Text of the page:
Bristol three piece KOKO will release their brooding alt-pop EP ‘All Together Now’ via Made Records on October 30.
The EP includes the brand new song ‘Why Can’t You See Me’, along with three tracks which have been released over the course of the last 2 months. The band made a triumphant return to the stage last month at Hamburg’s Reeperbahn Festival.
In contrast to the driving beats and basslines of the rest of the EP, ‘Why Can’t You See Me’ strips back their sound to simple sustained pads and an acoustic guitar, with no percussion at all - they are a band unafraid of bringing the light and shade. “This song is about choosing between right and wrong,” say the band “There is a time in everyone’s life where you have to make that decision for the best of a relationship.”
2020 started optimistically for KOKO. They had already released their subversive and creepy electronica anthem ‘Freak’ to critical acclaim, and were gearing up for the reveal of their debut EP ‘Follow’. With a sold-out London show in January, KOKO cemented their ‘hype-band’ status with a riotous performance, replete with sweat-soaked walls, earth shaking bass, hyper-active crowd-surfing and an audience so animated that the venue considered calling in security reinforcements. “We wanted people to walk away feeling something,” say the band, “That might be happiness, excitement, anger. Who knows. We just want to spark a reaction.” They got their wish with that debut show. All the pieces were in place for a stellar year, more shows were planned around releases, showcases in London and Berlin were booked. Then as we all know, 2020 had other plans.
While their music releases continued, all other plans were on hold - no live shows, no studio sessions, and only remote writing via Zoom. This wasn’t the only obstacle in their path though, as singer Oli contracted Covid-19 fairly early on in the pandemic. “Harry and I had been to a boat party celebrating my birthday. Upon returning home I felt like I was 4 days into a hangover” he says, “Before I knew it, I was bed bound for 8 weeks. It was horrific. I’m just so glad to be out the other end. I was still jumping on writing sessions and doing everything I could but it was just so unpredictable. There were moments where I felt I was getting better, then bang, the next day I was back in hospital. I’m almost back to 100% and so keen to get back to it. Won’t take any of it for granted, that’s for sure.”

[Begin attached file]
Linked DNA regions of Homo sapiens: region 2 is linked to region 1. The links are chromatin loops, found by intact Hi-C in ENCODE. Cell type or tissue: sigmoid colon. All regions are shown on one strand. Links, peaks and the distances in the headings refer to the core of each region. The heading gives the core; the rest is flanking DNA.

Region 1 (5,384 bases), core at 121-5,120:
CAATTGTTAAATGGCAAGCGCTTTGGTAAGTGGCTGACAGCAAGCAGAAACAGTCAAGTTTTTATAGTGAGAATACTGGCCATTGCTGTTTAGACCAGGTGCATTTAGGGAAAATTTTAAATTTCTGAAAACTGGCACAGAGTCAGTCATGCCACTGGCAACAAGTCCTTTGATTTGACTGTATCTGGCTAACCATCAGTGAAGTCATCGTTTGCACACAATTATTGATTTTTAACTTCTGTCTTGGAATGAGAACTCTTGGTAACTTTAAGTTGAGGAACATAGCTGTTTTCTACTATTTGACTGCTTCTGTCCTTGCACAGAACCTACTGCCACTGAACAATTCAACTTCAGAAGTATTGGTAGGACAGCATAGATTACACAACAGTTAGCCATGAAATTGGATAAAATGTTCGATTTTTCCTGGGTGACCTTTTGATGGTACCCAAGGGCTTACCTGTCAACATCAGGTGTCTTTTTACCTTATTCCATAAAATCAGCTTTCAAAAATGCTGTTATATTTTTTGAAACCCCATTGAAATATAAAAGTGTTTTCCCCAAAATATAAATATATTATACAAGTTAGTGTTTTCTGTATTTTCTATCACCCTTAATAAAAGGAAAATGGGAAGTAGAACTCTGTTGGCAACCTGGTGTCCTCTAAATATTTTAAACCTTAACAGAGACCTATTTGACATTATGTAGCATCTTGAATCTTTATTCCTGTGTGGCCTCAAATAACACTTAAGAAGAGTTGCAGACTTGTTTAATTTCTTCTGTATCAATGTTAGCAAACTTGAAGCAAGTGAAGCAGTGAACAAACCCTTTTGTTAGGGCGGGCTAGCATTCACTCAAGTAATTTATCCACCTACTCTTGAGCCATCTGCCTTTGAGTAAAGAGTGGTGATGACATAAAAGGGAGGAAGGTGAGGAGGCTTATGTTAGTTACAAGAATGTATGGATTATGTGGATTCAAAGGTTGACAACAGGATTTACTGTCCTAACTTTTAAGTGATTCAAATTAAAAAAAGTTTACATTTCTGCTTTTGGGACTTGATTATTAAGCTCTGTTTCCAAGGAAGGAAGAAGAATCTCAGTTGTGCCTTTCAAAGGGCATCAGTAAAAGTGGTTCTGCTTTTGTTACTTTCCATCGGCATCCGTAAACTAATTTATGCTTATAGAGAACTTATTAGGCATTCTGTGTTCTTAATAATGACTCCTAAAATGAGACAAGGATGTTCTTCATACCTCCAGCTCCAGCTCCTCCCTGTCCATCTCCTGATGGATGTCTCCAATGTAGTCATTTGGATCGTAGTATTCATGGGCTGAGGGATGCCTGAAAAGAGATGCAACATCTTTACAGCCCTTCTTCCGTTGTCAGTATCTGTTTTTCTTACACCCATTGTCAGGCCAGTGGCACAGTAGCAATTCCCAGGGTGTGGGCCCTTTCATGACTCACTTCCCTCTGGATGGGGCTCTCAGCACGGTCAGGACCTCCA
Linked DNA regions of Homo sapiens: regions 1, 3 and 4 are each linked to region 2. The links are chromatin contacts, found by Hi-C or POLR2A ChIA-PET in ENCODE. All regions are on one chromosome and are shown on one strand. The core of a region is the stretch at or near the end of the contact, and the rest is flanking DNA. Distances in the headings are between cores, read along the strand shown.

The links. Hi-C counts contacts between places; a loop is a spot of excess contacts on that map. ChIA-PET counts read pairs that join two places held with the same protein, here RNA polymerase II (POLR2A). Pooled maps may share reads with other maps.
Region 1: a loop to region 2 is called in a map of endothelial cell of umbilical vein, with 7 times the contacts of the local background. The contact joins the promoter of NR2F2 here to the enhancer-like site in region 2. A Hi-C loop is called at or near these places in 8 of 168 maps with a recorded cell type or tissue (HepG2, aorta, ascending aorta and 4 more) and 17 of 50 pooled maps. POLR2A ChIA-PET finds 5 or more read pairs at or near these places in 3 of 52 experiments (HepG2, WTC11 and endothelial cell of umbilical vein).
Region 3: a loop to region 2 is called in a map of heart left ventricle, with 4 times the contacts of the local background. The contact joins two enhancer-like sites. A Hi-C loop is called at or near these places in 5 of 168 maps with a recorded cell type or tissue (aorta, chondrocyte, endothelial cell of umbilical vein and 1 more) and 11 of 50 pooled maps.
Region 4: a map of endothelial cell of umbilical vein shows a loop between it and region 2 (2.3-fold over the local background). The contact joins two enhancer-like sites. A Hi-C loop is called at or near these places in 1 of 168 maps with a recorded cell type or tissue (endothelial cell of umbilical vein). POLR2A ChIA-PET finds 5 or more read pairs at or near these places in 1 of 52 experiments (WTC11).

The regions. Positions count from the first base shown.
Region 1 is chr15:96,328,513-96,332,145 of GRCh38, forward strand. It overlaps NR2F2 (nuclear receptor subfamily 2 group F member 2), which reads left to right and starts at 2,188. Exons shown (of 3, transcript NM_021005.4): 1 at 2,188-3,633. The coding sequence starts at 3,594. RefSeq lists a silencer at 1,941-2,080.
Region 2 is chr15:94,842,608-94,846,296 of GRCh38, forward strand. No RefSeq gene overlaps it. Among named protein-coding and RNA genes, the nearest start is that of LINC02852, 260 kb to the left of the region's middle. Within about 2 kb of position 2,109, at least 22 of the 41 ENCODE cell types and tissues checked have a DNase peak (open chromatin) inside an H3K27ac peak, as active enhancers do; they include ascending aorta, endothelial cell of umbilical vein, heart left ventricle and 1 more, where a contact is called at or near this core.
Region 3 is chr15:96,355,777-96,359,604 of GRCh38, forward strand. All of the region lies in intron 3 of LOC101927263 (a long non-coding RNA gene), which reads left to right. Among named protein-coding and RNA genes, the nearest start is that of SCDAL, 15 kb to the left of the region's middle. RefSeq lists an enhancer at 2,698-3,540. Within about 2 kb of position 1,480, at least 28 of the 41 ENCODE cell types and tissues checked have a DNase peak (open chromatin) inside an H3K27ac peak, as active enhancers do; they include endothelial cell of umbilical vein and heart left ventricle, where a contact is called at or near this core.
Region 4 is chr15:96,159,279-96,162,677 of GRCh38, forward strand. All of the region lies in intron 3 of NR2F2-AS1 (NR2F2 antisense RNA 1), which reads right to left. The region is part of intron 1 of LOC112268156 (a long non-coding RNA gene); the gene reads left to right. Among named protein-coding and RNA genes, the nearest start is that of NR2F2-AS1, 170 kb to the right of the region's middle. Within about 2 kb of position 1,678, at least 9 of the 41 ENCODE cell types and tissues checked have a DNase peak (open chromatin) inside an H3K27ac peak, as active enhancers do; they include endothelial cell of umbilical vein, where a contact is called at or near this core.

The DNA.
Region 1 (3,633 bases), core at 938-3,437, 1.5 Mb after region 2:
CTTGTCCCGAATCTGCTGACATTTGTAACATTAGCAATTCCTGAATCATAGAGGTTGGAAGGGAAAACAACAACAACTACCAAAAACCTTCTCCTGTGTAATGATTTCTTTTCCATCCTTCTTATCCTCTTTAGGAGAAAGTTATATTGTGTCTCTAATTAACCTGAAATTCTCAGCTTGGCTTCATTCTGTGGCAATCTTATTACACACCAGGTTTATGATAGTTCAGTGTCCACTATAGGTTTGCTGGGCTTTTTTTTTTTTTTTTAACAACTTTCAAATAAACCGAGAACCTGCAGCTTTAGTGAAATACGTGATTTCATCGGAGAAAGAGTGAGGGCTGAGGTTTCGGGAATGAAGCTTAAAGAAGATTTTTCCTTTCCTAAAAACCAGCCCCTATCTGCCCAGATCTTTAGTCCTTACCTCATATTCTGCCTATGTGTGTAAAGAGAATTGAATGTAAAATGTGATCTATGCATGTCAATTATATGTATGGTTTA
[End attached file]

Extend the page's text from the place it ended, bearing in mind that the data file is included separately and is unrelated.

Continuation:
The title track of their second EP, ‘All Together Now’ coruscates with a dulcetly soft beat drop right before the title lyric.”It’s about positivity,” the band tell us “No matter what life throws at you, you have to have a positive outlook. Surrounding yourself with good people and good vibes in everything that you do.”
While the EP was written before lockdown, its themes resonate more than ever now. ‘So Nice To Meet You’ brings in a deep reggaeton vibe to the band’s already pumping basslines. “It's all about meeting someone for the first time and getting that excitement...the butterflies. It’s a feeling we’ve missed for a LONG time this year – so it’s definitely a song with a lot of optimism for the future”.
‘Silly With It’ is an adventure through electro with razor sharp synths and a four to the floor beat. Thematically it follows ‘So Nice To Meet You’, forming the next part of a story. “It’s about the building of an early relationship and getting lost in someone. Having all the fun and excitement with that one person” say the band. The song has been selected to appear in ‘Dirt 5’, the latest game in the Colin McRae Rally series.
Three years ago, Oliver Garland (vocals) Harry Dobson (bass, synth) and Ashley C (synths, lead guitar) met randomly at a party in Bristol. Ollie, who had grown up in Thailand, was on the path to becoming a professional bare-knuckle boxer. Harry D had picked up a skateboarding sponsorship before an injury cut his extreme sports career short. Ashley C was forced to take a different approach in his teens, locking himself away for months on end whilst battling severe anxiety. “We had all gone out with separate crowds that night,” say the band, “All three of us ended up at a venue called ‘The Louisiana’. As the venue was closed for the night, rumours spread of a house party on the other side of town. We arrived separately at an unrecognisable block of flats, bass seemingly pumping out of the sky. It was chaos inside. It was the 12th floor of this block of flats where KOKO began. The three of us got chatting and clicked instantly. We hung out for hours, exchanging stories and talking music until the sun came up. Before finally deciding to return home, we drunkenly agreed to create a band. We exchanged digits and agreed to meet for a ‘jam’. Two weeks later, we met up in Ollie’s garage and everything clicked. It was so clear that our vision was aligned”
Drawing on a rich heritage of musical output from the city, the band are keenly aware of the legacy laid out before them. “The Bristol scene most certainly inspires us and there are some incredible bands who we admire. The passion and drive from bands in and around the city is there for everyone to see,” they say “We believe we are quite different to most of our local contemporaries. That’s the great thing. We are all following our own paths but the support for one another is well and truly there.”
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